Interview with World of Weird Things: Colonizing Space, at a Profit

A manned outpost, could be a reality if the business opportunities are there.
A manned outpost, could be a reality if the business opportunities are there.

This morning I had a thought-provoking interview with Greg Fish, owner and writer for the superb website World of Weird Things. Greg wanted to get my insight to the world of commercial spaceflight and future colonization of other worlds, writing up a brilliant article called Colonizing Space, At A Profit based on my interview.

We examined the benefits mankind can reap from the exploration of space, but the responsibility of doing so is not exclusive to NASA or any other government-funded agency. The future of spaceflight rests in the hands of entrepreneurs, enthusiasts, and primarily, businessmen. Manned exploration of the Moon, Mars and the asteroid belt could open a new frontier of mineral exploitation, in turn opening a new era for mankind. It may be our best hope in the long-run to survive as a race.

We could be on the verge of a Solar System-wide “gold rush”, it just depends who will be the first to have the vision for such an endeavour.

If you were the company to build the first colony on Mars, the planet is all yours for the taking,” – quote from Colonizing Space, At A Profit, on World of Weird Things

Thank you Greg for wanting to speak with me, and for preparing a very inspiring interview! Be sure to check out World of Weird Things, there are some very interesting articles and essays, delving into a huge array of topics, each written with a high degree of thought and intellect. A firm favourite on my reading list.

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4 thoughts on “Interview with World of Weird Things: Colonizing Space, at a Profit”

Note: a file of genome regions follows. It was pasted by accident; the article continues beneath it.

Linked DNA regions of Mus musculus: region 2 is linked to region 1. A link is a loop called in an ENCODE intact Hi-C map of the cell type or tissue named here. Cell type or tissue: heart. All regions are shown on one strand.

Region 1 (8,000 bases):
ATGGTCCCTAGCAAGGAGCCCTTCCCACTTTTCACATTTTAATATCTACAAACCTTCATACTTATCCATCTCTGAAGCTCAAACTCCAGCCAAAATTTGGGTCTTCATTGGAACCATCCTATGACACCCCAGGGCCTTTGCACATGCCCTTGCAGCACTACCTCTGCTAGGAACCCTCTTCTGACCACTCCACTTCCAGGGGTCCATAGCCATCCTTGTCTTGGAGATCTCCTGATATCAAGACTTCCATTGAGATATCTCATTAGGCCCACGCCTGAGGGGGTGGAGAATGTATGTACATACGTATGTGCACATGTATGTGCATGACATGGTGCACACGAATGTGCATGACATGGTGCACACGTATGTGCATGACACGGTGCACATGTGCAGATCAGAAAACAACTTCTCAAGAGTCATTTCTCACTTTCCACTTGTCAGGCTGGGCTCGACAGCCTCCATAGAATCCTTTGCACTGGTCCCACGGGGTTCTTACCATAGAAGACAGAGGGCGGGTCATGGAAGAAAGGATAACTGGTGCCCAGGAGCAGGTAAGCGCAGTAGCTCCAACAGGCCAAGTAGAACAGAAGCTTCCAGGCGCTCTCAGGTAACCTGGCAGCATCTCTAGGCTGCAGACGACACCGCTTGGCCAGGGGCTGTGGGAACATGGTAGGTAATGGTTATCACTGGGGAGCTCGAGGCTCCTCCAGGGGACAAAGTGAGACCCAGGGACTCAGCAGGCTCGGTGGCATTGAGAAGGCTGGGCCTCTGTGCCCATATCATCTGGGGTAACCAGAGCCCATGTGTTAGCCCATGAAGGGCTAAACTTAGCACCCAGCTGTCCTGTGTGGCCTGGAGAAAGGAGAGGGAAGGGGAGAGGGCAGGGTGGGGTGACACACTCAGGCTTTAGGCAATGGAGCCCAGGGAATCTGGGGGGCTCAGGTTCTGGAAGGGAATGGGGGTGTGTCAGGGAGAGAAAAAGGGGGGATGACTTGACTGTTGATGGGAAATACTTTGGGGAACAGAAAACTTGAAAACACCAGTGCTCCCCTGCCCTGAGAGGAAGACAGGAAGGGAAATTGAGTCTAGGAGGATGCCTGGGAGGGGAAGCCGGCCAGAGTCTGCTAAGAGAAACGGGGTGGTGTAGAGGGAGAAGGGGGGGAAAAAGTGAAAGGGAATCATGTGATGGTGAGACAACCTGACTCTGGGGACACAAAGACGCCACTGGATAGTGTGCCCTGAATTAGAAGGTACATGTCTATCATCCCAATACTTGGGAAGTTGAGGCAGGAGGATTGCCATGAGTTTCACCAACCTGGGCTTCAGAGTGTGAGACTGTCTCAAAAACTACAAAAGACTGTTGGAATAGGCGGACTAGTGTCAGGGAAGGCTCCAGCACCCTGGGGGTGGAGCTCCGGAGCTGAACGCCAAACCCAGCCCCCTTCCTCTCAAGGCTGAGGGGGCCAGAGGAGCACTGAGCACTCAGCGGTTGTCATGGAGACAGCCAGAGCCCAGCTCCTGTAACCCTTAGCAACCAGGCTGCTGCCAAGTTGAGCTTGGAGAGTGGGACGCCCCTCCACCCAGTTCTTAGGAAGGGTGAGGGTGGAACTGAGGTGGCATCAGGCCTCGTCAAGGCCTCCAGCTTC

1. I think you may have missed a couple of steps between tourism and mining the asteroids and planets. There must be a stage where the infrastructure to support deep space operations is established. This will include space habitats, power beaming stations, fuel depots, and ship yards at a minimum, just to get to the point where we can build ships designed to travel long distances and support humans for extended periods of time.

    Then, once you have the capability to retrieve resources from extraterrestrial bodies, essential industrial capabilities would have to be established. Ore refinement and manufacturing of a few basic raw goods would likely remain part of the mining operation itself, since hauling a lot of unprocessed ore around the solar system could get very expensive. (Perhaps not so much if you could figure out a way to just fling the ore to its destination with only a modest amount of input energy.)

    At each of these stages, there exists the potential for early providers to reap enormous profits. Unfortunately, each stage poses a chicken-and-egg dilemma. Someone must take the risk and step forward to provide some of these basic services before anyone else will bother building their systems/vehicles to take advantage of them.

    While NASA could go along way towards supporting some of this initial activity, they currently has no plans to develop or make use of any infrastructure in cislunar space. NASA has, however, expressed an interest in utilizing such services if they were to become available. This is perhaps the most promising opportunity to boot-strap the in-space economy that is likely to come along any time soon.

  2. Hi Eric,

    I actually think there are many more steps between tourism and mining asteroids, and I suspect we’ll have different entities working on both independently rather than mining being a progressive step from space tourism. You’re right, there will be a complex infrastructure to build, and it’s going to be a slow process.

    Probably the best example I can think of off the top of my head is the lunar landings. The reason why we are not carrying out routine trips to the Moon, even though we have the technology, is because each mission requires total support from the ground from start to finish. If we work on commercially backed infrastructure, as you suggest, the logistics of spaceflight will be simplified and therefore made cheaper.

    Where NASA pushes the envelope, space commercialization needs to fill the void behind.

    We only had time for a few topics in Greg’s interview, so I skipped over some of the detail to make sure I was able to get my mindset across πŸ™‚

    Thanks for stopping by πŸ™‚

    Ian

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